Sleight

Bad ideas find purchase in the minds of the infirm. They are particularly appealing to the unwell — those with allergies, poor teeth, badgered immunity; those in whom the psychosoma is divided against itself, who seem always to be rejected, dogged and agitated by the natural environments in which they find themselves. If a host of these compromised specimens is made by unsavory ideas which, when in practice, accelerate the host’s decline, the disassembling ideas are proven able and should be considered battle-worthy.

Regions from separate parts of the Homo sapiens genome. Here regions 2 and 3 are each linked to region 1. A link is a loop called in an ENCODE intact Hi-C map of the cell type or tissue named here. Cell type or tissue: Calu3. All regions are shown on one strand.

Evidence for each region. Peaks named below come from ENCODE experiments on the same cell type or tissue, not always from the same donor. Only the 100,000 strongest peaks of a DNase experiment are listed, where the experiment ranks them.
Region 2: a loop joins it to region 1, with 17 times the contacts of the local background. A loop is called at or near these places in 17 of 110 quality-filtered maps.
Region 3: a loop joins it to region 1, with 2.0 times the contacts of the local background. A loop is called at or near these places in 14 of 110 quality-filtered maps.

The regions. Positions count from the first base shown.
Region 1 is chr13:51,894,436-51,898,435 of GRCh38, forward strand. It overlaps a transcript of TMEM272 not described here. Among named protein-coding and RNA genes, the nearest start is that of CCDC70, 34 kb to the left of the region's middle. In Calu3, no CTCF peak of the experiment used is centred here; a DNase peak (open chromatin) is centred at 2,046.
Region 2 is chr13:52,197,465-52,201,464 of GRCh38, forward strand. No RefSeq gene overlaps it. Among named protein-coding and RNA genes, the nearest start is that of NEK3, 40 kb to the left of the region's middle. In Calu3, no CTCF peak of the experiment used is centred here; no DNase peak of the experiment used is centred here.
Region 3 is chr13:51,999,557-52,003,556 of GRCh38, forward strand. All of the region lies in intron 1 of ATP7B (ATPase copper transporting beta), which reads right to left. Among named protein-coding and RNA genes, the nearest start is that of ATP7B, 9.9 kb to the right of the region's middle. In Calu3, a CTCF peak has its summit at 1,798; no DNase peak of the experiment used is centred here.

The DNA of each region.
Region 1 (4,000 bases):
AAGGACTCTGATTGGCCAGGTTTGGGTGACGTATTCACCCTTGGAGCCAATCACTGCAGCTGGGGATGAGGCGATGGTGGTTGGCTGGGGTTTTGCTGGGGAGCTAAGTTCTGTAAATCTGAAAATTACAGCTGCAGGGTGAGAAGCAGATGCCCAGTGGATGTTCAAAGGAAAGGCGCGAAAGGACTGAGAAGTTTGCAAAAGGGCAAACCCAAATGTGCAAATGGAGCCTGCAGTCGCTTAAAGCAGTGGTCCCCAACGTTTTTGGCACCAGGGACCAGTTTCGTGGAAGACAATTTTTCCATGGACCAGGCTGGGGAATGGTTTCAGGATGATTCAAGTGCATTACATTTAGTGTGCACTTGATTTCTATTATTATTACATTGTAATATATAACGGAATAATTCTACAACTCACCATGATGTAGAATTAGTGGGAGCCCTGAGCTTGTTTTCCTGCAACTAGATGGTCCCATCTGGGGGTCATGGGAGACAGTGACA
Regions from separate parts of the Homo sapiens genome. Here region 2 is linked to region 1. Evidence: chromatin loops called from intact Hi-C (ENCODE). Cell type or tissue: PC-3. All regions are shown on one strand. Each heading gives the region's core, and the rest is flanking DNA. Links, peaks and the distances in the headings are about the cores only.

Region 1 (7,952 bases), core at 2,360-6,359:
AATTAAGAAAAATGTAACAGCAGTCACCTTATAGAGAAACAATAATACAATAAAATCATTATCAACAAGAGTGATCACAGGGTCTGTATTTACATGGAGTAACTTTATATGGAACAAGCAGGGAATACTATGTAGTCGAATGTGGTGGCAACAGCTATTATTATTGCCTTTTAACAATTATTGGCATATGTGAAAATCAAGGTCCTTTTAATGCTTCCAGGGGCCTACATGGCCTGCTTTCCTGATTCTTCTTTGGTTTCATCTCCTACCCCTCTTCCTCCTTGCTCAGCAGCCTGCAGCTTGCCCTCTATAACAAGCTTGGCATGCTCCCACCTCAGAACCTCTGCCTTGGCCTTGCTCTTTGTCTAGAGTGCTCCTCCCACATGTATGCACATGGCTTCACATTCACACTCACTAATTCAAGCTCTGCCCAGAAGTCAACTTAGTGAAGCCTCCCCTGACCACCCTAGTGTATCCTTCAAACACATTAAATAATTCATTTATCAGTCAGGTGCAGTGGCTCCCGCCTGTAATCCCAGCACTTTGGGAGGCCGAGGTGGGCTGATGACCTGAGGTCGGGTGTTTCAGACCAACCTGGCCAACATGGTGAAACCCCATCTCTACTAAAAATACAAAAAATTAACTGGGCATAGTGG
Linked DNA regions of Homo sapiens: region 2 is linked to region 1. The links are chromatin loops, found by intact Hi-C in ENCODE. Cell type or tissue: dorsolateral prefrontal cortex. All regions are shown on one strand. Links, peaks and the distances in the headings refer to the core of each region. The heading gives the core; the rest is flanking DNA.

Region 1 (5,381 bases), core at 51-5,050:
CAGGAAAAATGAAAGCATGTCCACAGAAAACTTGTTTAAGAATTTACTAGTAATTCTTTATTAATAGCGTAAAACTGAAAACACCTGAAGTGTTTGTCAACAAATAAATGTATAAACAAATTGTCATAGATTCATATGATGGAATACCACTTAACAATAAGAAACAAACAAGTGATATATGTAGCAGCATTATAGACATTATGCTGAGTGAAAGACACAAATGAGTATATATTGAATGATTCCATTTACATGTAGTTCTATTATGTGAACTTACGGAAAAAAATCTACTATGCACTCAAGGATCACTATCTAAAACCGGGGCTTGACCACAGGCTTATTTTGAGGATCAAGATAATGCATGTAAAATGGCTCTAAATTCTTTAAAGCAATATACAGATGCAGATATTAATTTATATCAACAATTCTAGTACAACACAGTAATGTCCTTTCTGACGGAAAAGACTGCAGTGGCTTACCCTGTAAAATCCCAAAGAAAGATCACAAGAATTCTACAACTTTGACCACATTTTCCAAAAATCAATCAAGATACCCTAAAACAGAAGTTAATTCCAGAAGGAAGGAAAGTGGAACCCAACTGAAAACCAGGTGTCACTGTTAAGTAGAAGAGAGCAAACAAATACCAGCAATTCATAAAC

In this population, infected as it were, a predisposition to self-destruction will become evident. This population, though sizable, must be permitted its course. Any attempt to rehabilitate the fundamentally unwell will impede nature’s attempt to deftly excise its weakest members. The mistake is to believe that nature corrects only through cataclysm; nature too corrects by sleight.

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